The bioBakery help forum

Compatibility of Humann2 Output Files for Maaslin2

Hi,

I’d like to clarify which of Humann2’s output files are compatible with Maaslin2, and what normalization/transformations are needed. I ran multiple samples through Humann2, merged results across samples, and normalized the merged tables by both cpm and relative abundance. I then separately tried Humann2’s pathway abundance output and pathway coverage output as inputs for Maaslin2. I did not get any significant results with Humann2 pathway abundance dataset under the following Maaslin2 parameters (normalization = “NONE”, analysis_method = “CPLM”, other parameters set to default settings). However, I got significant hits with Humann2 pathway coverage data using the same set of Maaslin2 parameters.

Related to the Maaslin2 inputs and parameters I tried above, can I clarify:

  1. Should I be using Humann2’s pathway coverage or pathway abundance data as input for Maaslin2, and should the data be normalized by cpm or relative abundance?
  2. After normalizing Humann2 pathway abundance and coverage data by cpm/relative abundance, is normalization still needed for Humann2 pathway abundance/coverage datasets when used as input for Maaslin2?
  3. How do I determine whether to use LM or CPLM for analysis? I selected CPLM because my datasets look like there are multiple values close to zero.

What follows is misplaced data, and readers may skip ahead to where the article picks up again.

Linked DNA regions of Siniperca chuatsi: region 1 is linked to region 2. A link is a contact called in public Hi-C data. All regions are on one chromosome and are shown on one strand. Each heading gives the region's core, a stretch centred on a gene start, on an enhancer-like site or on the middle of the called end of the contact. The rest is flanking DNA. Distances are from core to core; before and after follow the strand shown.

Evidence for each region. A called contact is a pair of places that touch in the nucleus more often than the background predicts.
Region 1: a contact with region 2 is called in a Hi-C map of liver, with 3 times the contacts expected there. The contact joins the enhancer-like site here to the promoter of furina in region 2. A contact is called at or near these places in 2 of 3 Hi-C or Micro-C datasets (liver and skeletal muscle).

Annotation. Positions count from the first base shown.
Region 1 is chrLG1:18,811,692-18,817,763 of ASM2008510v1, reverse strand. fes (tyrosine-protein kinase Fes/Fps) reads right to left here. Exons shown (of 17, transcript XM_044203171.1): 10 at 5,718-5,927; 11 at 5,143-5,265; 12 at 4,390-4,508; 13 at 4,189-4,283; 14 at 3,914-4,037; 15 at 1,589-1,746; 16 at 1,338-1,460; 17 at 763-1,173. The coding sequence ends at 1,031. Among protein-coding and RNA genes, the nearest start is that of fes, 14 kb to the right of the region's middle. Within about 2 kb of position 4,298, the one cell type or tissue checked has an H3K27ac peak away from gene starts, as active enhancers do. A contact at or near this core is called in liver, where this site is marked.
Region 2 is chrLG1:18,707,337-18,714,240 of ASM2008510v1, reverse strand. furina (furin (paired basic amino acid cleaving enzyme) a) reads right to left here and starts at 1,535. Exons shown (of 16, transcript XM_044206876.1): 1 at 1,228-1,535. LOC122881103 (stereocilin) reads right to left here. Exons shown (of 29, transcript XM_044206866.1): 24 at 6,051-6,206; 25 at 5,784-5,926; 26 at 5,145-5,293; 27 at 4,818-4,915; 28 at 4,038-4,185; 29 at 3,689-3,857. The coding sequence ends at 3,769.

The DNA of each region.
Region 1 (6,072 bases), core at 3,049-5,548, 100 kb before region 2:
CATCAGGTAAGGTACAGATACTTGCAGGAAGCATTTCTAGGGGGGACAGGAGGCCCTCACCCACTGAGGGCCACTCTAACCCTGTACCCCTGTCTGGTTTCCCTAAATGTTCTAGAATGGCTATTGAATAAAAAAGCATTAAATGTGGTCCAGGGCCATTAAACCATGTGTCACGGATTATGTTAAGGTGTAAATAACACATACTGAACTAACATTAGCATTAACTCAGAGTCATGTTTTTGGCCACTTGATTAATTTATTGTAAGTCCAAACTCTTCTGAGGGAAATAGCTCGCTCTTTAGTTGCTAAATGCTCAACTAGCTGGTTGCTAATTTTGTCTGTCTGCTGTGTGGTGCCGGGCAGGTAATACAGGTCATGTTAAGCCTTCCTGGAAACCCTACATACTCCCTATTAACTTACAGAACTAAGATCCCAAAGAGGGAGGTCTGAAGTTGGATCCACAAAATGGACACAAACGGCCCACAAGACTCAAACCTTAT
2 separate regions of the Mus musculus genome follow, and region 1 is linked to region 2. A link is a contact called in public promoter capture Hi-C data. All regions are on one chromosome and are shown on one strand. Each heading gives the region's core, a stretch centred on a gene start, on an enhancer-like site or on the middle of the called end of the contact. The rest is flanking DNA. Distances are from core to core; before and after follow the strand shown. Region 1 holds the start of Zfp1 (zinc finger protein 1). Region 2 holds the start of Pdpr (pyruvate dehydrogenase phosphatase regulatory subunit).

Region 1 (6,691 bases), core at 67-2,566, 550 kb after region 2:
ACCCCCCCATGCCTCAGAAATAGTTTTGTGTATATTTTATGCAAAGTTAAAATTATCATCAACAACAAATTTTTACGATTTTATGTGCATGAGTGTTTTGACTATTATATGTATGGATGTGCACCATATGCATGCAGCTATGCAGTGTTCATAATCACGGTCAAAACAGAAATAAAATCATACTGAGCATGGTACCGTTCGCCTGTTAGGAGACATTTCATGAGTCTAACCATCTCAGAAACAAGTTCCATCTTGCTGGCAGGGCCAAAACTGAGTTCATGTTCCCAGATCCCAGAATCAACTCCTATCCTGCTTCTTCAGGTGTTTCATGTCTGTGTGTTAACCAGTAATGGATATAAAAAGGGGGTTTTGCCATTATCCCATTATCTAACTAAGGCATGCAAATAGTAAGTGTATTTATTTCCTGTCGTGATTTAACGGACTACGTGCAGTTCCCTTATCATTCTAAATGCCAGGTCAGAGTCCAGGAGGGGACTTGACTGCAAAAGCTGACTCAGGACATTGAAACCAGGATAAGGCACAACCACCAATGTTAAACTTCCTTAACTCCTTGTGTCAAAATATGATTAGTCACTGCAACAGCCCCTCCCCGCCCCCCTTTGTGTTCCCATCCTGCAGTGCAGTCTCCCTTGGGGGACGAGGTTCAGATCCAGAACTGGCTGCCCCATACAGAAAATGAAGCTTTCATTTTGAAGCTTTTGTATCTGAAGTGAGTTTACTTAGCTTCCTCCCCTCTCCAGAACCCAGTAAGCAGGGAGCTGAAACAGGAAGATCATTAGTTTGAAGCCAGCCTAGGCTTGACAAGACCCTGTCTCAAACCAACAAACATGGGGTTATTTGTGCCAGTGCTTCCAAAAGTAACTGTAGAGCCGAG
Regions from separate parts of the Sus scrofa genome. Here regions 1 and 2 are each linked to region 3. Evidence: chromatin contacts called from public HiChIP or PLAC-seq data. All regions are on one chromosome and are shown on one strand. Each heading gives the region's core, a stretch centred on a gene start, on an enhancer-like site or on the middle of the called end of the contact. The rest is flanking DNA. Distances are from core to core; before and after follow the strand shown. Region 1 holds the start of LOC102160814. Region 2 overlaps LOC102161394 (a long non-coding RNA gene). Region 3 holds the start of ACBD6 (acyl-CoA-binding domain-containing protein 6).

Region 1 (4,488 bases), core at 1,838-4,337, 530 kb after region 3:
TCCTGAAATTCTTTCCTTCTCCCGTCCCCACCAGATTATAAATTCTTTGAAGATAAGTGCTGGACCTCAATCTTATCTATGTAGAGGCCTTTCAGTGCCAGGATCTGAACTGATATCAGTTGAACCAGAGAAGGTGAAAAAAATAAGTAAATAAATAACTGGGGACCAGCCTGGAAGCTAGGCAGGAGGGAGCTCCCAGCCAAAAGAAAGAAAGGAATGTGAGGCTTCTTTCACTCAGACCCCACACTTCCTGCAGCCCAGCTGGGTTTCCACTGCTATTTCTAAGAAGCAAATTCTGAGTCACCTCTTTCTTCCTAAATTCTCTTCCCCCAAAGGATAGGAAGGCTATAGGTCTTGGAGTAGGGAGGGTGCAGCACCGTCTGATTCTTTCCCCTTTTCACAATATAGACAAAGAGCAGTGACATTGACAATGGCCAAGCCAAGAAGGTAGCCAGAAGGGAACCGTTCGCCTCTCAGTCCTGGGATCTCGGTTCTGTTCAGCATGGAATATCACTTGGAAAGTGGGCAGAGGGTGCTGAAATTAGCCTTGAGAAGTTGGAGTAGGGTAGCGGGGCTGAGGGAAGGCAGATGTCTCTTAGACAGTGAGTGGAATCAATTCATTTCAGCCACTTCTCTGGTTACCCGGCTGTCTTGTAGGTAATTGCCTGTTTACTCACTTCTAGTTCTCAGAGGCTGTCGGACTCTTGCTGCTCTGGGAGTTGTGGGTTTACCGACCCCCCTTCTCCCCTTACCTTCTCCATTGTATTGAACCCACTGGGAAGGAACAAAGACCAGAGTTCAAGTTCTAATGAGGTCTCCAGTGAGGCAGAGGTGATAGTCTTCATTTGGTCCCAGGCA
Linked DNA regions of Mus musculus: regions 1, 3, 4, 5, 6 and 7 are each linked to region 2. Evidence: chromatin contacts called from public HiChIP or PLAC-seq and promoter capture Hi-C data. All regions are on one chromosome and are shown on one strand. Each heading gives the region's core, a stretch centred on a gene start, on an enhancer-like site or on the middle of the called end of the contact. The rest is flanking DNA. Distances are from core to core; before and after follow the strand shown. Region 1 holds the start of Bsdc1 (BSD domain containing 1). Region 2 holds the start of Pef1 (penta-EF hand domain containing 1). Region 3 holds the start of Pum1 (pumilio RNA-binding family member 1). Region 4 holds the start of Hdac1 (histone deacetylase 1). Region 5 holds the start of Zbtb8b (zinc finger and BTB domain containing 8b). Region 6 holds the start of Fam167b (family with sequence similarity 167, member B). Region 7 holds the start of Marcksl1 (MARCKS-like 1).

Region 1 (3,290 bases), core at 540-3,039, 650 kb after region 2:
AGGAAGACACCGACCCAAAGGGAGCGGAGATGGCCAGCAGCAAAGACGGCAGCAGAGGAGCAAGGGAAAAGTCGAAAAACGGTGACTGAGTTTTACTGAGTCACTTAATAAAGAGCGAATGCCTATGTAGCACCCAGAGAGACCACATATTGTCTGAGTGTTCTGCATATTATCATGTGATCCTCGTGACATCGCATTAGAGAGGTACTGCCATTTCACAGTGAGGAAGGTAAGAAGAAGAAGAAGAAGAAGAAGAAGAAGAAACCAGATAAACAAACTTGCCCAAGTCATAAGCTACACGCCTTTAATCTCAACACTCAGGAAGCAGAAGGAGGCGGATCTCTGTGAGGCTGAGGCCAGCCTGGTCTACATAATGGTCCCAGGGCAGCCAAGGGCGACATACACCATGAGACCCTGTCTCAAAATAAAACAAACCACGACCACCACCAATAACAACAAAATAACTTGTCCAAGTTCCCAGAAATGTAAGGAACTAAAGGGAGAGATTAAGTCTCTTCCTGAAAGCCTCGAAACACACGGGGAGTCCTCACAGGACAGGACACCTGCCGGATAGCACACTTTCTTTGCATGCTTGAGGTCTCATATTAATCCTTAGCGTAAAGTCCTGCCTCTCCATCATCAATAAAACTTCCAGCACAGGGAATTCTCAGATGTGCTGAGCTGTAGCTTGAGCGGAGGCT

Thank you for your help!
Germaine
Graduate Student, UCSF

Dear Germaine,

I stongrly encourage you to check these materials to be able to process humann2 pathway information with R.

Best,

Florentin

Hi Florentin,

Thank you for the very helpful resources! I’d like to follow up on some of my previous questions in light of the examples shared in these resources. Please refer to the bullet points below:

1. Should I be using Humann2’s pathway coverage or pathway abundance data as input for Maaslin2, and should the data be normalized by cpm or relative abundance?

  • I saw that you used Humann2’s pathway abundance output normalized by relative abundance as input for Maaslin2. Is Humann2’s pathway coverage output also a suitable input for Maaslin2?
  • Does it matter whether the data fed into Maaslin2 is normalized by cpm or by relative abundance/proportion? From your example code, it looks like Maaslin2 only accepts data normalized to relative abundance per sample.
  1. Thanks for clarifying that no further normalization is needed when feeding Humann2 output into Maaslin2 if the tables have already been normalized by cpm/relative abundance.

3. How do I determine whether to use LM or CPLM for analysis? I selected CPLM because my datasets look like there are multiple values close to zero.

  • I noticed that the MGX dataset you used in your example similarly has multiple values that are zero or close to zero, and with this dataset you used the default LM analysis option within Maaslin2. When should the analysis method be changed to CPLM instead?
    Thank you for your help!

Germaine

Hi @germaine260 - I wanted to quickly chime in to answer some of your model-specific questions. My answers do not address the appropriateness of a specific option which usually depends on the analysis question and in most cases, there is no “gold standard”.